For the first time in more than 50 years, Tate Britain will display a rare two-sided painting by the controversial Victorian artist Aubrey Beardsley (1872-1898). This mysterious painting forms parts of a 250-piece exhibition, spanning seven years of the artist’s prolific career.

Only one side of Beardsley’s mysterious artwork – and his only attempt at oil painting – has ever been on display. Entitled Caprice, it depicts a man with dwarfism inviting a shadowy female figure towards an archway. Beardsley painted an ominously masked woman towering over a small white mouse on the hidden reverse.

We don’t know who this woman is – it could be an imaginary subject,” proposed the Tate Britain curator, Caroline Corbeau-Parsons. “It didn’t enter the Tate collection until 1923 and we have never shown this side.

As a child, Beardsley’s mother called him ‘my little mouse.’ “There have been lots of Freudian interpretations of the mouse in the painting. To me, it looks a decadent Mona Lisa, but I just don’t know,” suggested Corbeau-Parsons.

Considered the enfant terrible of 1890s London, Beardsley lived a very short yet very racy life. He was born into a modest home in Brighton, but later escaping his detested job as a Clerk to become an artist in London. Before he died of tuberculosis at just 25, he produced more than a thousand illustrations and designs. In 1894 the charismatic Beardsley also famously illustrated Oscar Wilde’s tragedy “Salome”.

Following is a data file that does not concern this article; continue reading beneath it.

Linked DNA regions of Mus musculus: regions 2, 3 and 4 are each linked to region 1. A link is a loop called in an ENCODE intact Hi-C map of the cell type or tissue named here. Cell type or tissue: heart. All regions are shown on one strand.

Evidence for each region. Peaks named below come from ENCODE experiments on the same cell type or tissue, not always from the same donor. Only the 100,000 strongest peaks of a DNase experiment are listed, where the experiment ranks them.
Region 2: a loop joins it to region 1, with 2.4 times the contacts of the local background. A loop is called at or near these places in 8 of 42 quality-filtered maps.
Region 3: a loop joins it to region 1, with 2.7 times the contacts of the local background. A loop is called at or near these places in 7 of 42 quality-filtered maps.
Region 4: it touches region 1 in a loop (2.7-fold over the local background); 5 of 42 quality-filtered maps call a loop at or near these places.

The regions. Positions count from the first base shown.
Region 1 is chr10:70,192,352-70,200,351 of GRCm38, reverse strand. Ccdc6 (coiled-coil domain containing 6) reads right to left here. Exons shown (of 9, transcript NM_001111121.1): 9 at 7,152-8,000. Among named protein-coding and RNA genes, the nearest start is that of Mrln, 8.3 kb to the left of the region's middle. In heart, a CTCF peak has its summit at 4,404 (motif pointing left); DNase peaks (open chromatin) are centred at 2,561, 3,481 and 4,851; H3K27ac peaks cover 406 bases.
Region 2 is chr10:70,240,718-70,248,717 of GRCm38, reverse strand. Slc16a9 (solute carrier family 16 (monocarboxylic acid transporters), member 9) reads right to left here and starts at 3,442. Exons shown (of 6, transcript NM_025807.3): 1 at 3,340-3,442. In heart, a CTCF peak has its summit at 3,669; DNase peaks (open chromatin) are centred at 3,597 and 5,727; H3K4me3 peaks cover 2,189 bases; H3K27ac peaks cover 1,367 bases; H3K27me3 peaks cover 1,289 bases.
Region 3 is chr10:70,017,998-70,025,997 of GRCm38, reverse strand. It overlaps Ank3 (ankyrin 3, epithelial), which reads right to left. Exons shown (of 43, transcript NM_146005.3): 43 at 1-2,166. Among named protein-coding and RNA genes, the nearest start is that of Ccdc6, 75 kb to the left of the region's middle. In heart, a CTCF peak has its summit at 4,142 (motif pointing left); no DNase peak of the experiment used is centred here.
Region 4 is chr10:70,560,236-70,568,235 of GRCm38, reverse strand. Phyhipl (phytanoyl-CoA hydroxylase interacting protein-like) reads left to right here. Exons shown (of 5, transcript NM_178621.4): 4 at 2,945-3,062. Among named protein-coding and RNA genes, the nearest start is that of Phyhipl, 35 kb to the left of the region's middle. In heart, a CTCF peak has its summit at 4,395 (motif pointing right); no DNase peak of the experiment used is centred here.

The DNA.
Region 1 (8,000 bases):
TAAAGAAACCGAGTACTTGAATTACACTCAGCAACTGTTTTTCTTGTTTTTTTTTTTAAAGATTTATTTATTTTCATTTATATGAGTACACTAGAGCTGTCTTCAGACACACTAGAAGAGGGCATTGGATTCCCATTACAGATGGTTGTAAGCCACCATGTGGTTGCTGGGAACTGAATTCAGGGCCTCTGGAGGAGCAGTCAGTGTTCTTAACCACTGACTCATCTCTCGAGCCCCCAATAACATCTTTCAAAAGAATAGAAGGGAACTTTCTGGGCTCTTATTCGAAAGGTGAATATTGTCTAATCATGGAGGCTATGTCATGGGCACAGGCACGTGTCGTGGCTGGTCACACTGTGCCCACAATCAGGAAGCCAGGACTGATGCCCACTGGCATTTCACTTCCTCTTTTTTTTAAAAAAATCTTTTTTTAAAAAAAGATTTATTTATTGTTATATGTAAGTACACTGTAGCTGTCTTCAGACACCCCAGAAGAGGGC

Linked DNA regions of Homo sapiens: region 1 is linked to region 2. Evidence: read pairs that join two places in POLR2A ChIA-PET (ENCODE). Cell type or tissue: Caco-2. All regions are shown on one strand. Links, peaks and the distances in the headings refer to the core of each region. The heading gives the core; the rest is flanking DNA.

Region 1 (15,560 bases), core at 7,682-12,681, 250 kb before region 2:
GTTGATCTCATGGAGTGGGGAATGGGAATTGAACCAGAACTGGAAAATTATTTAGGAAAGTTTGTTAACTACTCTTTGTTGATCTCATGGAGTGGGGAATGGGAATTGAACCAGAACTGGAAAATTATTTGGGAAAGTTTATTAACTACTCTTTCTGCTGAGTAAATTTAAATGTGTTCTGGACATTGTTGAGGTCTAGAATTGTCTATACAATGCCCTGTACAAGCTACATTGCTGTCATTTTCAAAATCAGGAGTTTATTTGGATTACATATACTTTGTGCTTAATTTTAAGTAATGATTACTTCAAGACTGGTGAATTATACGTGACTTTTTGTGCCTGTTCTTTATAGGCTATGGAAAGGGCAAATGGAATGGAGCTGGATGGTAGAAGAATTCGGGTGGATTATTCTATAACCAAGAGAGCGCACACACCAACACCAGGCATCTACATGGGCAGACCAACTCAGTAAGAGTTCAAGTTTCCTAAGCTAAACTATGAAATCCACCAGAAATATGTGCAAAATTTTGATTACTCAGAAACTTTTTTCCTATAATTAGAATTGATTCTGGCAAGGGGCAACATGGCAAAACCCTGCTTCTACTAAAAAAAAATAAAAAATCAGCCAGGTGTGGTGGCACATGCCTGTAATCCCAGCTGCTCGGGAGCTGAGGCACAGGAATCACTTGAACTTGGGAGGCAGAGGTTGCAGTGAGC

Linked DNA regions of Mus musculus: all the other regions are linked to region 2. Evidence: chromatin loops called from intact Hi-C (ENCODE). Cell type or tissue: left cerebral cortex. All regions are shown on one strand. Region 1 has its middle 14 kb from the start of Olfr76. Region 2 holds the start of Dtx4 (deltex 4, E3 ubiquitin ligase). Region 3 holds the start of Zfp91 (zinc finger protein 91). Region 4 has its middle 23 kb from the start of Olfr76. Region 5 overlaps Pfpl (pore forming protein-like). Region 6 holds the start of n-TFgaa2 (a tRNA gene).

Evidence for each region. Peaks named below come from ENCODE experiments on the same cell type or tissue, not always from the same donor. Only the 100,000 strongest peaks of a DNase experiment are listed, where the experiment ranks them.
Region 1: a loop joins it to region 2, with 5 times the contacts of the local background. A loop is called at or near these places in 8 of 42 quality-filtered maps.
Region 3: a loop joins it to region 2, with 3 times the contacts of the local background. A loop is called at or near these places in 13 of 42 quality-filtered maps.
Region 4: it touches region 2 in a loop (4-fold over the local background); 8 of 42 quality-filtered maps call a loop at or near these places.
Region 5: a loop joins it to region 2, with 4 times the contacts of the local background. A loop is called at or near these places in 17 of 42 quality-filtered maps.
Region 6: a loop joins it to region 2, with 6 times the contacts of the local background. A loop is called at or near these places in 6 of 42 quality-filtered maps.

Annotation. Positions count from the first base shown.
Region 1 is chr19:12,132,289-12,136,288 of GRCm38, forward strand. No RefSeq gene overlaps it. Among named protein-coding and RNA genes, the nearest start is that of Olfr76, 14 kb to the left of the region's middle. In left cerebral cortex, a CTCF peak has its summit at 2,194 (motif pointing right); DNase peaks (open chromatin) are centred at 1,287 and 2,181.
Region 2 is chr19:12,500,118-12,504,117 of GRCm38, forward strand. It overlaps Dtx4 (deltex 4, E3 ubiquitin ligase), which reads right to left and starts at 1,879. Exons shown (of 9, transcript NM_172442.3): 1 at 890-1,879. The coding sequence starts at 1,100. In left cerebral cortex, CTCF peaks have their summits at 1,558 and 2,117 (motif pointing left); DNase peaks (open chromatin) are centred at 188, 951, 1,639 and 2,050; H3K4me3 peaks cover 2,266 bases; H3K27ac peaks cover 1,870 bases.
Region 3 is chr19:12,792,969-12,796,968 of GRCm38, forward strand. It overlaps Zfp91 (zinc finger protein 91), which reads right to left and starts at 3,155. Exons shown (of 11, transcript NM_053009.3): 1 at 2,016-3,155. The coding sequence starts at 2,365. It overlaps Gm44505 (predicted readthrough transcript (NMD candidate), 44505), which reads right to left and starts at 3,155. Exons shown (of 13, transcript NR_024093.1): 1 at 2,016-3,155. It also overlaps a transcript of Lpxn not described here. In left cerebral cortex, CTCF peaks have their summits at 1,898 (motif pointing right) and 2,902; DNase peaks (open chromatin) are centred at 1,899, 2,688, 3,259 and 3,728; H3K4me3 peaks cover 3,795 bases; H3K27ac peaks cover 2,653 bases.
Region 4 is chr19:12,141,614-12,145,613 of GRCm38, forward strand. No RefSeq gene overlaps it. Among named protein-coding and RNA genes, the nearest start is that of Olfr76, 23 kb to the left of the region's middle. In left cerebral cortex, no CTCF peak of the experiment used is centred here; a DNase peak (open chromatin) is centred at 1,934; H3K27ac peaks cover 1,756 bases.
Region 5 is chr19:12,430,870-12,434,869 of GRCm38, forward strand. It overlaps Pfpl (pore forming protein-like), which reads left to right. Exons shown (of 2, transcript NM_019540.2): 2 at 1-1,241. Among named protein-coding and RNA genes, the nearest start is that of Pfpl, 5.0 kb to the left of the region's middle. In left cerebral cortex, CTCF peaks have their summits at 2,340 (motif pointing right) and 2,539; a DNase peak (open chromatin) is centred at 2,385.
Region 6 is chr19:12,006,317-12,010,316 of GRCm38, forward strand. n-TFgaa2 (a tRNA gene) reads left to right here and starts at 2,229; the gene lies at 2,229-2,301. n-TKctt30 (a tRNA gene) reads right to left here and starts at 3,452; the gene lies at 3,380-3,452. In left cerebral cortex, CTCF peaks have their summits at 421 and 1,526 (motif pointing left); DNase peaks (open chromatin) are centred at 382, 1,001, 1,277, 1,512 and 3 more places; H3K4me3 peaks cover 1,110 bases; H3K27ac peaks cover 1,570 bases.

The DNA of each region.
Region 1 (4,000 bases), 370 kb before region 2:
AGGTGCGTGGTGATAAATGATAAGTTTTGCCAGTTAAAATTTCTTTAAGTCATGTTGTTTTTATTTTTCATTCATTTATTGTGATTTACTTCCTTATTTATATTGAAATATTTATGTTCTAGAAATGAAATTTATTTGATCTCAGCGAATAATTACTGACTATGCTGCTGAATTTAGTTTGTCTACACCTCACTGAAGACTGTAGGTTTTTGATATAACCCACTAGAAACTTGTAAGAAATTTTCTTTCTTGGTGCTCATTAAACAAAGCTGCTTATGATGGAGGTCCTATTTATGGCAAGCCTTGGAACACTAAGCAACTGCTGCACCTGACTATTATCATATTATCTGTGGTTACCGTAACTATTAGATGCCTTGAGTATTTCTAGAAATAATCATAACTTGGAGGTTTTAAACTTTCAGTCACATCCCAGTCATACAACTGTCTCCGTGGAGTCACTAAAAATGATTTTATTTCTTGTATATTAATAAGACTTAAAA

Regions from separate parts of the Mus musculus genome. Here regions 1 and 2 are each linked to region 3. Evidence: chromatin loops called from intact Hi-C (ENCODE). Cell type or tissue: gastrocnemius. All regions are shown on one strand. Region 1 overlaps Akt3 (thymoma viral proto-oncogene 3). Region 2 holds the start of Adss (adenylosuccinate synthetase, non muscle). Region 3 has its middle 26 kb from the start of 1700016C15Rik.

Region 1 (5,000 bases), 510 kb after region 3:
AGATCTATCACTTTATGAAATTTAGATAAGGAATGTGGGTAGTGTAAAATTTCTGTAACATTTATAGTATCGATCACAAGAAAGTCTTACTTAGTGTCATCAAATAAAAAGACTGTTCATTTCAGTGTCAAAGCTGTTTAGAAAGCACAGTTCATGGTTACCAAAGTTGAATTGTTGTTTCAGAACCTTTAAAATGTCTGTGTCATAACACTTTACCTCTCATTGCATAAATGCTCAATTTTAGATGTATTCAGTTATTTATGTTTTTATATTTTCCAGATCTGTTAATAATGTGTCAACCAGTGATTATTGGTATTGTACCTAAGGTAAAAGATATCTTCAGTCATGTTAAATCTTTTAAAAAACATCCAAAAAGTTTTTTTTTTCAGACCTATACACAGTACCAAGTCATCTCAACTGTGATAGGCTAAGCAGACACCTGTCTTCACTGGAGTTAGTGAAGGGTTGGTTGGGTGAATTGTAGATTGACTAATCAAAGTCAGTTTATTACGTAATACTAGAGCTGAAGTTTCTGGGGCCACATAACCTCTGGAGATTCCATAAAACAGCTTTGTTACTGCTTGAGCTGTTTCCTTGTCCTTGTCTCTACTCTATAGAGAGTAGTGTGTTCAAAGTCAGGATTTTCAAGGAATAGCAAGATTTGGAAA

He was constantly working. He loved to project this persona that he was an idle dandy and everything came easy to him, but he was actually incredibly hardworking,” explained Corbeau-Parsons.

Beardsley is perhaps most renowned for shocking the prudish Victorian masses with his erotic and suggestive artwork. “If I am not grotesque, I am nothing,” once said the artist whose work was often censored by puritanical editors. Even his depictions of androgynous angels were considered too gender fluid for publication at the time.

Speaking about the subtle sexual intrigue of Beardsley’s drawings, chief art critic at the Guardian Alastair Sooke said “he never serves things bluntly, in the manner of a pornographer, for his audience to get their kicks. His subjects may still shock.”

Tate’s ambitious exhibition of Beardsley’s distinctive artwork is the biggest show on the artist since the V&A’s London exhibition in 1966. Visitors can even expect to find a purple-walled room filled with Beardsley’s most X-rated drawings in the exhibition, which continue to both startle and delight viewers over 100 years later.

Aubrey Beardsley’ runs from 4 March – 25 May 2020 at Tate Britain, London.